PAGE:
Inmate sues over the 'right' to read Facebook from prison

Federal appeals court rejects inmate's claim of a First Amendment right to receive printouts of Facebook pages through the U.S. mail.

A Pennsylvania prison inmate is waging a novel legal battle -- for a supposed First Amendment right to Facebook.

Mark Nixon, who is incarcerated in Frackville, Pa., filed a federal civil rights lawsuit after he was denied access to printouts of Facebook pages sent through the U.S. mail, which prison officials labeled "unacceptable correspondence" and discarded.

A federal appeals court rejected his lawsuit on Friday, ruling that Nixon had not demonstrated that his First Amendment rights -- which are limited during his incarceration -- have been violated.

"Inmates' right to receive and send mail can be restricted for legitimate penological interests," the U.S. Third Circuit Court of Appeals ruled (PDF).

The judges noted the Facebook page rejections didn't relate to Nixon's "ability to access the courts to challenge his sentence or conditions of confinement," and dismissed his complaint as merely "a single, isolated interference with his personal mail."

Excerpt from inmate Mark Nixon's lawsuit alleging that prison officials violated his civil rights.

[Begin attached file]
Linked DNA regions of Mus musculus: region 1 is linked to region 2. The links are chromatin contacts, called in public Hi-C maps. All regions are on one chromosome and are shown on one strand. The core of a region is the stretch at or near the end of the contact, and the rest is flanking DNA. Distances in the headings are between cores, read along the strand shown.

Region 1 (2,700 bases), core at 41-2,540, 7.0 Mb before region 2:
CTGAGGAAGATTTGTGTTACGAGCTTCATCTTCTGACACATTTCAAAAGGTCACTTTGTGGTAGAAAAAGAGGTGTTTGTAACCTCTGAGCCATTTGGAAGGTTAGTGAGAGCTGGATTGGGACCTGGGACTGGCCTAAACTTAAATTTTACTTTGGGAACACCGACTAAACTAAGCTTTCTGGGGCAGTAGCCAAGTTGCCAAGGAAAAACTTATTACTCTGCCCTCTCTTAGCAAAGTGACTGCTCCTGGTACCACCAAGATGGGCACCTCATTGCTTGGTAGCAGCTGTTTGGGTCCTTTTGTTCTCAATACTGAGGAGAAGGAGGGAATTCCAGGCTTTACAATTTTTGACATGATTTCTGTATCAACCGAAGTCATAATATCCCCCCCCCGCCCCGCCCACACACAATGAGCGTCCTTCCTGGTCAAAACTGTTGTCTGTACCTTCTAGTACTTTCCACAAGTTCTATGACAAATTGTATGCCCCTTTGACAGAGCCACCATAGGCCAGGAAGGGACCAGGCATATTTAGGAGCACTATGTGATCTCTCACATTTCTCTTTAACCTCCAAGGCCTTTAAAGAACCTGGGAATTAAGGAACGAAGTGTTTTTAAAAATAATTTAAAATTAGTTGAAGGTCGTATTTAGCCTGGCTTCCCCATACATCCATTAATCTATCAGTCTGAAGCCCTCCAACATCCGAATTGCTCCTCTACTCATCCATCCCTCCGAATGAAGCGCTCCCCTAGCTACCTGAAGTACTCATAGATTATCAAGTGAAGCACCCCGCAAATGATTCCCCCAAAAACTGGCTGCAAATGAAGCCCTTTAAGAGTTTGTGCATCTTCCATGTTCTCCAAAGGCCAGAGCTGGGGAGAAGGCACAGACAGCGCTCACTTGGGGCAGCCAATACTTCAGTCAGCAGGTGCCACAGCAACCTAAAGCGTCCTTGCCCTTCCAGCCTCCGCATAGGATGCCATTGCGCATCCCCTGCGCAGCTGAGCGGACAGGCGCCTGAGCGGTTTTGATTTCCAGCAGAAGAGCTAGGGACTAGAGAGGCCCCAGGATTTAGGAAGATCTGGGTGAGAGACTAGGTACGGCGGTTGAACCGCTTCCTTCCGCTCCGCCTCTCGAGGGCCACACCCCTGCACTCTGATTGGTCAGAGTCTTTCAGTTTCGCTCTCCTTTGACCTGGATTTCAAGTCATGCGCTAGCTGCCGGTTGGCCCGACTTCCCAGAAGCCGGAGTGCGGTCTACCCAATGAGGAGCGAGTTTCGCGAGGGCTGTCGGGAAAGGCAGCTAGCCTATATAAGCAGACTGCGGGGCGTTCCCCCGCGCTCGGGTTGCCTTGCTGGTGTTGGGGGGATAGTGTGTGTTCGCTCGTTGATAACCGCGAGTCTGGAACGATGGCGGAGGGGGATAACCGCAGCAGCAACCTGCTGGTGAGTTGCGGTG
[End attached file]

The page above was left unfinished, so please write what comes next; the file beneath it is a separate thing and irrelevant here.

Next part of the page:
Excerpt from inmate Mark Nixon's lawsuit alleging that prison officials violated his civil rights. Click to enlarge.

Nixon claims that he "has been and will continue to be irreparably injured" by prison officials' no-Facebook policy," which he alleges violates his free speech and due process rights." He had asked for an injunction against the mail room ordering them to "stop confiscating...social media" printouts.

Prisons have been wrestling with prisoner access to Facebook for years, though it usually happens when inmates conceal phones -- not when they try to keep abreast of status updates and other news through the mail.

Inmates have used the social network to threaten enemies, taunt police, and even "friend" corrections officials.

Last year, Facebook said it was working with prison officials to delete accounts that belong to inmates that are still in use after incarceration (idle accounts are unaffected). The California Department of Corrections and Rehabilitation said at the time that it had confiscated 7,284 cell phones smuggled into prisons in one six-month period in 2011, up from only 261 during all of 2006.

A page at PrisonerAssistant.com shows Nixon as having a maximum release date of September 2013 and lists his Gmail account address as well. A Pennsylvania state government Web site shows Nixon is currently in the Mahanoy prison, an all-male, medium-security prison in Schuylkill County.

 

Join the discussion

Conversation powered by Livefyre

Don't Miss
Hot Products
Trending on CNET

HOT ON CNET

Still taking notes with pen and paper?

Bump up your grades and school supplies with these laptops, desktops, and tablets!